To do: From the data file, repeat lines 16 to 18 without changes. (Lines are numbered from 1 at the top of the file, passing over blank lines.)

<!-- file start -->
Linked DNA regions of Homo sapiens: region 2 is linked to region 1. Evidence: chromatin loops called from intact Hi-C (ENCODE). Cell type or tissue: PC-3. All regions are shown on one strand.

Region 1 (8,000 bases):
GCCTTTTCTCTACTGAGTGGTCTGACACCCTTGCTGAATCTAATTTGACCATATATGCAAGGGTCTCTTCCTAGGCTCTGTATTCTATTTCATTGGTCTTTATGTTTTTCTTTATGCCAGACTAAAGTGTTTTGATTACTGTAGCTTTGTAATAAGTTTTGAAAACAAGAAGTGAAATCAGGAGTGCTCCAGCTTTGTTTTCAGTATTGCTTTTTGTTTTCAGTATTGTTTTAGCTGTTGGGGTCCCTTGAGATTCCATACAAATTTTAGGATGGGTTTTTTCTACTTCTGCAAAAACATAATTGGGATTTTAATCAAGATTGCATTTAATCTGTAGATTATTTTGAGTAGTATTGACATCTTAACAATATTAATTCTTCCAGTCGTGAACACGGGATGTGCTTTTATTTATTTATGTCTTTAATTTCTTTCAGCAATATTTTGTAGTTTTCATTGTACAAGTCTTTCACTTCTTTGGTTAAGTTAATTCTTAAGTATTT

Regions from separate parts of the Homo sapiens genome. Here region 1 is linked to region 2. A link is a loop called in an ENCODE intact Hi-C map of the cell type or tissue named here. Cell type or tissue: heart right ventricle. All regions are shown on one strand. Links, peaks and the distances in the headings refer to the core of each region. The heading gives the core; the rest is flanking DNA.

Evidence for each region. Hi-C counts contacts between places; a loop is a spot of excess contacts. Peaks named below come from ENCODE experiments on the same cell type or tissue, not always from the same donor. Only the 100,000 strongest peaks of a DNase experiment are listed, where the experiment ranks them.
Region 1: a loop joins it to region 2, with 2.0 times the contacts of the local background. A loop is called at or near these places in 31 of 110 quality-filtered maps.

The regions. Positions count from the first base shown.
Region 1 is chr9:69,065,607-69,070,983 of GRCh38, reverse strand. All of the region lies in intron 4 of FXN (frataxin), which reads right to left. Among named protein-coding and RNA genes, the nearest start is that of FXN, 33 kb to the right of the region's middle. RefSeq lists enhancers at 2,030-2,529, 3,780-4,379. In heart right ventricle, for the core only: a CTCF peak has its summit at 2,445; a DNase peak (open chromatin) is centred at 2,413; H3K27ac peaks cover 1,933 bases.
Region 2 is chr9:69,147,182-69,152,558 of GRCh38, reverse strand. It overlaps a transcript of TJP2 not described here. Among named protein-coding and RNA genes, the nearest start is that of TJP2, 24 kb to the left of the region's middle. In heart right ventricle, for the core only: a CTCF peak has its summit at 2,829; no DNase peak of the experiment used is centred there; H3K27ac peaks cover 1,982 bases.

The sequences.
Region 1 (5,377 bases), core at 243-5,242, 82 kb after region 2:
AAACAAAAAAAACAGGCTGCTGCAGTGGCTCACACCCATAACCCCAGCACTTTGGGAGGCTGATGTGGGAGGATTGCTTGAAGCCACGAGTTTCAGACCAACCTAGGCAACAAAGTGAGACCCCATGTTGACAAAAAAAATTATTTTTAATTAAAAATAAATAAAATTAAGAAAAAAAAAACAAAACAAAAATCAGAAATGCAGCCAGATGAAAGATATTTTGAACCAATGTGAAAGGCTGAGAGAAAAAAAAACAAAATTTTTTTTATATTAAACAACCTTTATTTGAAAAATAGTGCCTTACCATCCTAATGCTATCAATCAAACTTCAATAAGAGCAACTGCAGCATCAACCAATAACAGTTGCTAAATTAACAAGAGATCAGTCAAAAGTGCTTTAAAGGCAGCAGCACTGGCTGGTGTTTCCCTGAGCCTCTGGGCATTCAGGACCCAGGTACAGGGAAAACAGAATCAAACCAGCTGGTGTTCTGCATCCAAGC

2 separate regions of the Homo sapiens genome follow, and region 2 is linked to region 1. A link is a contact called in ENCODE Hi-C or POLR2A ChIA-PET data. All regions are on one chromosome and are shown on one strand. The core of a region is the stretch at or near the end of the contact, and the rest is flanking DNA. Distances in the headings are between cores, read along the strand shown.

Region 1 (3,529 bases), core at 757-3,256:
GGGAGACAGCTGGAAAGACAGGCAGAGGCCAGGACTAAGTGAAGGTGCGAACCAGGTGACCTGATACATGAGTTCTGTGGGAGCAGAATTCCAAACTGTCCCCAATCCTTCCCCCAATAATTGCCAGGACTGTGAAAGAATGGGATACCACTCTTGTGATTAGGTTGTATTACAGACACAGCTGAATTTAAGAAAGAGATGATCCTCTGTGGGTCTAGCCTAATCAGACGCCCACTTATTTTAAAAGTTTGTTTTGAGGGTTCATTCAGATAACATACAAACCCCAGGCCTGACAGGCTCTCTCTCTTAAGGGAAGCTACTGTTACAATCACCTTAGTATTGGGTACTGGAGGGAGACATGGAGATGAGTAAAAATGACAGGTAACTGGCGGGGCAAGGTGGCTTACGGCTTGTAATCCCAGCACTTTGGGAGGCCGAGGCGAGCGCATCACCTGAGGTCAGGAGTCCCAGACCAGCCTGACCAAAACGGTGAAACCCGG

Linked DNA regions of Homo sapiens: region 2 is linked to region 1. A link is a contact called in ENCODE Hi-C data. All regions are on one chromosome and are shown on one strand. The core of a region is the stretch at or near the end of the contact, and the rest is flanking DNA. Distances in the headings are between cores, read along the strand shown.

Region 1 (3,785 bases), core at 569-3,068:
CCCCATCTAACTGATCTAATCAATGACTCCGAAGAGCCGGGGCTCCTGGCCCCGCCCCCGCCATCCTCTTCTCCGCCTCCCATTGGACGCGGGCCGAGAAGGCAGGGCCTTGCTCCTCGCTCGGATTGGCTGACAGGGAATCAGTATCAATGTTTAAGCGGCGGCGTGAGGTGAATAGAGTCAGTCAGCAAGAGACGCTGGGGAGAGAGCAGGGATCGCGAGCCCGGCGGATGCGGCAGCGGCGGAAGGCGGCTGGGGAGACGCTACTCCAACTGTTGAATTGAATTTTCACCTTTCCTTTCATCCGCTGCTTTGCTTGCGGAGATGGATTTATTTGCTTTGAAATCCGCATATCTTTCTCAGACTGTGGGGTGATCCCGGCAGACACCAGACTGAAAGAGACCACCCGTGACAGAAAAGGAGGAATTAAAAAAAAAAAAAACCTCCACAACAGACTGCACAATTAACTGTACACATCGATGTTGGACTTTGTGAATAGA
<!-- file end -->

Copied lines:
Linked DNA regions of Homo sapiens: region 2 is linked to region 1. A link is a contact called in ENCODE Hi-C data. All regions are on one chromosome and are shown on one strand. The core of a region is the stretch at or near the end of the contact, and the rest is flanking DNA. Distances in the headings are between cores, read along the strand shown.

Region 1 (3,785 bases), core at 569-3,068:
CCCCATCTAACTGATCTAATCAATGACTCCGAAGAGCCGGGGCTCCTGGCCCCGCCCCCGCCATCCTCTTCTCCGCCTCCCATTGGACGCGGGCCGAGAAGGCAGGGCCTTGCTCCTCGCTCGGATTGGCTGACAGGGAATCAGTATCAATGTTTAAGCGGCGGCGTGAGGTGAATAGAGTCAGTCAGCAAGAGACGCTGGGGAGAGAGCAGGGATCGCGAGCCCGGCGGATGCGGCAGCGGCGGAAGGCGGCTGGGGAGACGCTACTCCAACTGTTGAATTGAATTTTCACCTTTCCTTTCATCCGCTGCTTTGCTTGCGGAGATGGATTTATTTGCTTTGAAATCCGCATATCTTTCTCAGACTGTGGGGTGATCCCGGCAGACACCAGACTGAAAGAGACCACCCGTGACAGAAAAGGAGGAATTAAAAAAAAAAAAAACCTCCACAACAGACTGCACAATTAACTGTACACATCGATGTTGGACTTTGTGAATAGA